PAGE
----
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The Blasket Islands

The Blasket Islands are a small archipelago of seven islands off the western tip of Dingle Peninsula on the west coast of Ireland in County Kerry. They range in size from the single acre covering Beginish (Beiginis) to the thousand-plus acres of the Great Blasket (An Blascaod Mór). The seven islands are:

  • The Great Blasket (An Blascaod Mór)
  • Beginish (Beiginis)
  • Inishnabro (Inis na Bró)
  • Inishvickillane (Inis Mhic Uileáin)
  • Inishtooskert (Inis Tuaisceart)
  • Tearaght Island (An Tiaracht)

The Great Blasket

The largest island, the Great Blasket, is 3km long by 1km wide and was the last remaining island to be inhabited. In the early 1950s, the Irish government relocated the tiny remaining population to the mainland. Their eviction left behind hundreds of years of history.

The Blasket islanders were great storytellers and have made very important contributions to Irish literature. These were Irish -speaking people and the area was protected by the government in order to preserve the tradition.

Several well-known writers from the island are featured in the Blasket Centre at Dunquin, including Maurice O'Sullivan (Muiris O'Suilleabhain), Peig Sayers, and Thomas O'Cohen (Tomas O Criomhthain) . Once a part of the mainland, the Great Blasket was always an intrinsic part of the parish of Dun Chaoin, and locally is called "The Island" or the "Western Island".  It was the only inhabited island. 

The first people who lived there grew crops (potatoes, oats/rye), herded animals (sheep still can be seen grazing on the cliffs), and hunted (seabirds, swallows, and stonechats still roost). One hundred fifty people lived there in 1840. After the Great Famine (1878-79) and blight destroyed the potato crop, the number decreased to 100.

The total population peaked in 1916 at 175. As young people left the island, the government deemed it no longer practical for the people to remain there. It was difficult to eke out a living from fishing, and the sandy soil was poor for growing crops. Life on the island was a constant struggle, which was described in detail in the works of O'Sullivan, Sayers, and O'Cohen in their celebrated stories of the island. Read more about the Great Blasket Island

Inishtooskert

Inishtooskert (Inis Tuaisceart), meaning "northern island", is indeed the most northerly isle in the archipelago. It has various nicknmaes, including An Fear Marbh, meaning "the dead man",  "the sleeping giant", and "the bishop" -- all are due to its striking profile when viewed from the shore. The island has a sharp, imposing appearance, with steep, angular cliffs jutting from the sea. It is not very accessible to visitors, since there is no harbour or pier, and the monastic ruins on the island are quite modest. Inishtooskert is home to a protected colony of European storm-petrels which, numbering over 50,000, is one of the planet's largest. 

Inishvickillane

Inishvickillane, (Inis Mhic Uileáin meaning Mac Uileáin's Island) is the southernmost of the islands, and is famed for its stunning rock scenery. Known locally as "The Inis", the island was inhabited on and off until the beginning of the 20th century. The 1901 census records a single house occupied on the island; by 1911, it was vacant. As with the other islands, Inishvickillane has some small, early-medieval ruins, including a small stone oratory. An Ogham stone was recorded as being found in the oratory in 1856, but it has since disappeared.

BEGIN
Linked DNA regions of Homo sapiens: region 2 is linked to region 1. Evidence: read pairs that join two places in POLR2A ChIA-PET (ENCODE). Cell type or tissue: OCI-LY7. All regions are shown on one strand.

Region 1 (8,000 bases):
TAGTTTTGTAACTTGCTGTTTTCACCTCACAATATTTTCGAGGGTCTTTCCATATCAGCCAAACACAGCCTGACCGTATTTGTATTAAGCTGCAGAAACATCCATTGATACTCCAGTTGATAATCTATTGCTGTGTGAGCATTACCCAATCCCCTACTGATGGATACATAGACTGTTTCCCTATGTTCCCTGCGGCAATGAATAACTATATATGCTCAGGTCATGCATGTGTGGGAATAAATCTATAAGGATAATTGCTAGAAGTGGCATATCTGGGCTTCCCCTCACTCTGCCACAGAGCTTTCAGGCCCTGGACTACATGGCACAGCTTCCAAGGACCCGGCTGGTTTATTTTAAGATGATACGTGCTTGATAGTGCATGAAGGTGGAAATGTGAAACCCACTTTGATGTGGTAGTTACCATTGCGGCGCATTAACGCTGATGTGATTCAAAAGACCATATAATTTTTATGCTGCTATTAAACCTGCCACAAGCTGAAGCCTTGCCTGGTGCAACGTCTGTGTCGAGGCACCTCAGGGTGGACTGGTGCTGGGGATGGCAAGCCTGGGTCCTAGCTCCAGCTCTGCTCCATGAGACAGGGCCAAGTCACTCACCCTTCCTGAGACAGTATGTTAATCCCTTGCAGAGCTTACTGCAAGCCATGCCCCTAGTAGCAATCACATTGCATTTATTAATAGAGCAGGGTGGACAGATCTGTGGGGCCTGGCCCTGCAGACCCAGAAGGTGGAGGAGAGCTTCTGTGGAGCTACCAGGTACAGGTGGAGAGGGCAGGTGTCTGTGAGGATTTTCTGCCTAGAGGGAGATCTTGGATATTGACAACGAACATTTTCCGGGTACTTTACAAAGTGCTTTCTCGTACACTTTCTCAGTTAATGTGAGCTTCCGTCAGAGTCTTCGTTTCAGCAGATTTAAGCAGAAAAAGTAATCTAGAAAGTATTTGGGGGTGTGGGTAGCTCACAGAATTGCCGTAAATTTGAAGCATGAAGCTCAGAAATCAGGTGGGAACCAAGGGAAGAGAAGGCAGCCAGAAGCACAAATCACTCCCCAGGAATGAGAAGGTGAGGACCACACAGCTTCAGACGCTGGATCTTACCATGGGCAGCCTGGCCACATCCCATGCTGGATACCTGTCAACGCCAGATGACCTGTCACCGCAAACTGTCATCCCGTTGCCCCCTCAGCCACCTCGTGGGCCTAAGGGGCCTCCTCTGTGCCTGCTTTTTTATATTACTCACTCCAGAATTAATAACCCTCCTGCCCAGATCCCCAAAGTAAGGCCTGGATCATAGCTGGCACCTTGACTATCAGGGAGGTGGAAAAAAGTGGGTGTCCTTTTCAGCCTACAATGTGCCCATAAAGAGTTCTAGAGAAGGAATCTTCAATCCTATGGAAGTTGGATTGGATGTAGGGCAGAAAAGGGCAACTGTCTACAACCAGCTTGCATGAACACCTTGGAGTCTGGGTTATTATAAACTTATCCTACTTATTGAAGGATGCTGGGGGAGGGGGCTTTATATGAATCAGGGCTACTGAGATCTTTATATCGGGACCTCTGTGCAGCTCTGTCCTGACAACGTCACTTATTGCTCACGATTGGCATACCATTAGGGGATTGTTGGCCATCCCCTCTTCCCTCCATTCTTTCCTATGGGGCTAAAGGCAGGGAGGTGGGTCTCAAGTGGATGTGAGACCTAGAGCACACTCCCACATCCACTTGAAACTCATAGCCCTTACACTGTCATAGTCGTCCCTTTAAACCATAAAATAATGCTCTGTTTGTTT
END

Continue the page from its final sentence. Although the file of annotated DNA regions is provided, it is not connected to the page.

Connections with Ireland's Prime Minister

Perhaps the most interesting thing about Inishvickillane for present-day citizens is its connection with a former Toaiseach (Prime Minister of Ireland). In the 1970s, the island was purchased by former Taoiseach Charles Haughey, who built a house there and used it as a holiday home. The purchase of the island was later used by Mr. Haughey's political opponents to criticize his personal excesses. It was seen as one example of a lavish lifestyle -- one that was hardly supported by a Prime Minister's salary. 

Inishnabro

Inishnabro (Inis na Bró), meaning "island of the grind stone" is rapidly gaining a reputation for its unique rock formations. Known as the Cathedral Rocks, they resemble a sculpted Gothic basilica, yet they are a natural formation. 

Meaning of the Word 'Blasket'

Part of the history of the Blasket Islands is that they were once referred to as Ferriter's Islands. No one knows for certain the origin of 'Blasket', but it has been credited as a Viking word meaning danger. The islands were previously known as the Ferriter islands, due to their close association with the Ferriter family. 

Connections with the Ferriter Family

The Ferriter family leased the islands from the Earls of Desmond at the end of the 13th century, and then from Sir Richard Boyle at the end of the 16th century. Captain Piaras Feirtear was the last of the Ferriters to control the Blaskets in 1653. The Ferriters had a castle in the lower village at Rinn an Chaideain, but there are no ruins since the stones were carried away to construct a Protestant soup-school in 1840. The school was closed in 1852 following the devastation of the Great Famine. 

Getting to the Blaskets

To experience the peace and tranquility of the Great Blasket Island, visitors must take a 15-minute ferry ride from Dunquin (Duin Chaoin) Pier. The 3km crossing is available from April to September, weather permitting. The islands are not accessible in winter. Visitors usually stay for three or four hours and enjoy the serenity by walking, sketching, or photographing the historic habitat. There is no traffic on the Great Blasket -- nor are there pubs, hotels ... or even electricity!

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